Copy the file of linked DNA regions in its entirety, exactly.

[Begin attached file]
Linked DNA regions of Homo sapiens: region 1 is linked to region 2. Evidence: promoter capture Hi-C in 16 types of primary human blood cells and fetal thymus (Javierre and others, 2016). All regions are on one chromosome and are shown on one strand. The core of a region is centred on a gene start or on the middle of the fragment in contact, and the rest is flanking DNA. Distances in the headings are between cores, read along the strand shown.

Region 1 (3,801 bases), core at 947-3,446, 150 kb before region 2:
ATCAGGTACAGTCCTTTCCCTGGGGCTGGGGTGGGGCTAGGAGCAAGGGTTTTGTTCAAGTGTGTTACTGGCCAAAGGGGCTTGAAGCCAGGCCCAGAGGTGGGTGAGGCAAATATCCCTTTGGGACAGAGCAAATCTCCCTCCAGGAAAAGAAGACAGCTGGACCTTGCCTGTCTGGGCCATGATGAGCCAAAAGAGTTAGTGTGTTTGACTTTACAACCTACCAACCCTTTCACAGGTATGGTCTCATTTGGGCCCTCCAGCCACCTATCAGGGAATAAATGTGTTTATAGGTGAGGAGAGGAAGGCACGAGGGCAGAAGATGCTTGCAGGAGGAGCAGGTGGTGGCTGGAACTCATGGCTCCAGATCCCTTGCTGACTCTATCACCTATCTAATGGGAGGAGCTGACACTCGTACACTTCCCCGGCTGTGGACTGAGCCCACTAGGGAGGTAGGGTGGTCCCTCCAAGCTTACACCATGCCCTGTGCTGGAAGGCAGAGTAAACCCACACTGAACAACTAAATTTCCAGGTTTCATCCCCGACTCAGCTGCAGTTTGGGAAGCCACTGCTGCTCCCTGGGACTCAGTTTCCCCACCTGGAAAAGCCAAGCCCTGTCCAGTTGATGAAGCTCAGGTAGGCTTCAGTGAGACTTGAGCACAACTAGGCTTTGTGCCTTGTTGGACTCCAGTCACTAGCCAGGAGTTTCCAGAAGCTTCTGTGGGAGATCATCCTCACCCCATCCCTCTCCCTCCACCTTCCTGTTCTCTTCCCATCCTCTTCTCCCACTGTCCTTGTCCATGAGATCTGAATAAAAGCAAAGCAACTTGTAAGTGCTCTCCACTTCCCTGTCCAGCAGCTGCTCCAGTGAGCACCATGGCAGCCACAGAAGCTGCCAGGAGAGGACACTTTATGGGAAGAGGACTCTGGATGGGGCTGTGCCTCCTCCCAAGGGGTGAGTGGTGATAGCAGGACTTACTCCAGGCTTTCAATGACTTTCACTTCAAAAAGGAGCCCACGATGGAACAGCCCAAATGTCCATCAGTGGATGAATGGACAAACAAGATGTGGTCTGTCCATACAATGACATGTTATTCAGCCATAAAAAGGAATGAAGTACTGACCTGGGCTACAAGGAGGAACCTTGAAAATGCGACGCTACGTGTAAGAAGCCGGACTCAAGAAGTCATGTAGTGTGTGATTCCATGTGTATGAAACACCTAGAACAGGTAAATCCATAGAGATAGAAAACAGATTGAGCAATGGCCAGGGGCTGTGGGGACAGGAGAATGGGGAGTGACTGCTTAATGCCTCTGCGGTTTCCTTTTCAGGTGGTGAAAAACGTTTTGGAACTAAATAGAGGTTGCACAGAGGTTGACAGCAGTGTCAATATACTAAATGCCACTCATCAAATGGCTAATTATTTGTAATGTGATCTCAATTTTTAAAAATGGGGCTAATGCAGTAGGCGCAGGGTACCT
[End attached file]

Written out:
Linked DNA regions of Homo sapiens: region 1 is linked to region 2. Evidence: promoter capture Hi-C in 16 types of primary human blood cells and fetal thymus (Javierre and others, 2016). All regions are on one chromosome and are shown on one strand. The core of a region is centred on a gene start or on the middle of the fragment in contact, and the rest is flanking DNA. Distances in the headings are between cores, read along the strand shown.

Region 1 (3,801 bases), core at 947-3,446, 150 kb before region 2:
ATCAGGTACAGTCCTTTCCCTGGGGCTGGGGTGGGGCTAGGAGCAAGGGTTTTGTTCAAGTGTGTTACTGGCCAAAGGGGCTTGAAGCCAGGCCCAGAGGTGGGTGAGGCAAATATCCCTTTGGGACAGAGCAAATCTCCCTCCAGGAAAAGAAGACAGCTGGACCTTGCCTGTCTGGGCCATGATGAGCCAAAAGAGTTAGTGTGTTTGACTTTACAACCTACCAACCCTTTCACAGGTATGGTCTCATTTGGGCCCTCCAGCCACCTATCAGGGAATAAATGTGTTTATAGGTGAGGAGAGGAAGGCACGAGGGCAGAAGATGCTTGCAGGAGGAGCAGGTGGTGGCTGGAACTCATGGCTCCAGATCCCTTGCTGACTCTATCACCTATCTAATGGGAGGAGCTGACACTCGTACACTTCCCCGGCTGTGGACTGAGCCCACTAGGGAGGTAGGGTGGTCCCTCCAAGCTTACACCATGCCCTGTGCTGGAAGGCAGAGTAAACCCACACTGAACAACTAAATTTCCAGGTTTCATCCCCGACTCAGCTGCAGTTTGGGAAGCCACTGCTGCTCCCTGGGACTCAGTTTCCCCACCTGGAAAAGCCAAGCCCTGTCCAGTTGATGAAGCTCAGGTAGGCTTCAGTGAGACTTGAGCACAACTAGGCTTTGTGCCTTGTTGGACTCCAGTCACTAGCCAGGAGTTTCCAGAAGCTTCTGTGGGAGATCATCCTCACCCCATCCCTCTCCCTCCACCTTCCTGTTCTCTTCCCATCCTCTTCTCCCACTGTCCTTGTCCATGAGATCTGAATAAAAGCAAAGCAACTTGTAAGTGCTCTCCACTTCCCTGTCCAGCAGCTGCTCCAGTGAGCACCATGGCAGCCACAGAAGCTGCCAGGAGAGGACACTTTATGGGAAGAGGACTCTGGATGGGGCTGTGCCTCCTCCCAAGGGGTGAGTGGTGATAGCAGGACTTACTCCAGGCTTTCAATGACTTTCACTTCAAAAAGGAGCCCACGATGGAACAGCCCAAATGTCCATCAGTGGATGAATGGACAAACAAGATGTGGTCTGTCCATACAATGACATGTTATTCAGCCATAAAAAGGAATGAAGTACTGACCTGGGCTACAAGGAGGAACCTTGAAAATGCGACGCTACGTGTAAGAAGCCGGACTCAAGAAGTCATGTAGTGTGTGATTCCATGTGTATGAAACACCTAGAACAGGTAAATCCATAGAGATAGAAAACAGATTGAGCAATGGCCAGGGGCTGTGGGGACAGGAGAATGGGGAGTGACTGCTTAATGCCTCTGCGGTTTCCTTTTCAGGTGGTGAAAAACGTTTTGGAACTAAATAGAGGTTGCACAGAGGTTGACAGCAGTGTCAATATACTAAATGCCACTCATCAAATGGCTAATTATTTGTAATGTGATCTCAATTTTTAAAAATGGGGCTAATGCAGTAGGCGCAGGGTACCT